It is believed, for example, that the lights of St. Elmo were one of the reasons for the plane crash of the Airbus A-330 airliner flying from Rio de Janeiro to Paris. 23 minutes after takeoff, the plane crashed into the Atlantic Ocean. All the 228 people on board died. This is so far the only case in aviation history when the lights of St. Elmo were named as one of the causes of the catastrophe.

Thunder and lightning

Often planes have to face in the air directly with a thunderstorm.

Lightning struck the tail of the aircraft. Photo: frame from You Tube

Lightning struck the tail of the plane. Photo: frame from YouTube

In the first place, such a collision is accompanied by the very bubbling. The fact is that a thunderstorm is always a multitude of air currents intersecting and mixing with each other. Such currents, coupled with an inhomogeneous density of clouds, create turbulence zones, where the plane starts to be thrown from side to side. Passengers already feel uncomfortable, to put it mildly, in this bumpiness. And then one of them notices how lightning struck the wing. Panic in this case is guaranteed.

But in fact, nothing much to fear. Lightning for the aircraft almost no danger. Sometimes at the points of entry and exit of the discharge a slight melting can occur, and even then it is possible only at the joints where a spark arises.

In order to further protect the aircraft from lightning, it is equipped with so-called electrostatic dischargers.

In general, each of the aircraft throughout the world during the year several times falls under the category of lightning, and nothing terrible happens.

However, on airplanes that lack modern protection systems, lightning can cause a lot of trouble. So, 22 June 2000, the lightning hit the Chinese Y-7 aircraft (a copy of the Soviet An-24), which came in to land. As a result, fuel vapors in the fuel tanks exploded, the plane fell apart on the 2 part and fell. All 45 people aboard the plane died. In addition, 7 people also became victims of fallen debris on the ground.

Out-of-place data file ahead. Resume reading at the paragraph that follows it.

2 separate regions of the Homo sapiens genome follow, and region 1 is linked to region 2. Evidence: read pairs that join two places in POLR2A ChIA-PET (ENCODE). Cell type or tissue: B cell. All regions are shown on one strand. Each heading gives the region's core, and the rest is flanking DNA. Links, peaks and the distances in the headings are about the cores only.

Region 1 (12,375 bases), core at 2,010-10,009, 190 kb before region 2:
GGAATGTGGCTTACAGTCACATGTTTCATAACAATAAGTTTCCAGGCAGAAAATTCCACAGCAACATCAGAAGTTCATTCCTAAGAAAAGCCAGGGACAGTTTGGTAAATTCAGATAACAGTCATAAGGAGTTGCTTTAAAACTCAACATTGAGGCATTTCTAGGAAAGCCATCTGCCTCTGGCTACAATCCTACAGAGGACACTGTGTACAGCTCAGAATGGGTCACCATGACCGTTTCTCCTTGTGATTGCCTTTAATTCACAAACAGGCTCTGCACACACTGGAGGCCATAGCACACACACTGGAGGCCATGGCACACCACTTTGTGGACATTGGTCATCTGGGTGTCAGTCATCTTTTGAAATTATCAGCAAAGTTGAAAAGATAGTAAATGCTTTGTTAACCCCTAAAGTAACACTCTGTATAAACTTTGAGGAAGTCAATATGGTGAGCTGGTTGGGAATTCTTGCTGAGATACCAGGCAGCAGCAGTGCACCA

Icing

The greatest danger in flight for an aircraft is icing. At altitude, especially in cloudy conditions, there are water vapors that can be released on the surface of the aircraft and freeze, turning into an ice crust at altitude. During the flight, this crust can thicken and take on the most bizarre forms under the action of incoming air currents.

Because of the ice crust, the plane becomes heavier, but that is not the danger. Ice sticking to the surface of the airframe, violates the normal flow of air around it.

Because of this, the wing of an aircraft, for example, may cease to create sufficient lift for normal flight. In addition, the ice crust can block some of the moving elements of the wing, because of what the plane will lose control. Icing occurs most often in the cloud zone or during rapid descent.

Today, before sending the plane on the flight, its glider is treated with a special anti-icing compound - a liquid that prevents water droplets from sticking to the surface of the liner. In addition, modern liners are equipped with early warning systems for icing and various anti-icing systems.

But the most dangerous thing in the air is the icing of the engines, since the ice formed on their blades can interfere with the compression of air, thereby worsening the overall operation of the power plant. In addition, large pieces can break away from the ice crust, which can damage the internal elements of the engine.

Reliable algorithm to predict icing in the engine, too, does not yet exist. According to NASA, in 10% of air crashes one of the causes (or the main cause) of the accident is just icing.

Radiation

In addition to turbulence, lightning and icing, radiation also poses some danger, not for the aircraft itself, but for its passengers. The fact is that at the height of the radiation background is higher than on the surface of the Earth. Typically, the radiation level increases in 2 times every 2 kilometer altitude. Therefore, a long flight by plane is comparable to a full X-ray study.

However, frequent flights are not dangerous for a healthy adult, although radiation may pose a threat to young children. For this reason, it is recommended to abstain from flights and children to pregnant women. In February of this year, it turned out that there are whole “clouds of radiation” in the atmosphere.

They represent areas in which the radiation background is significantly increased compared with the neighboring areas, and in some cases the radiation can be dangerous.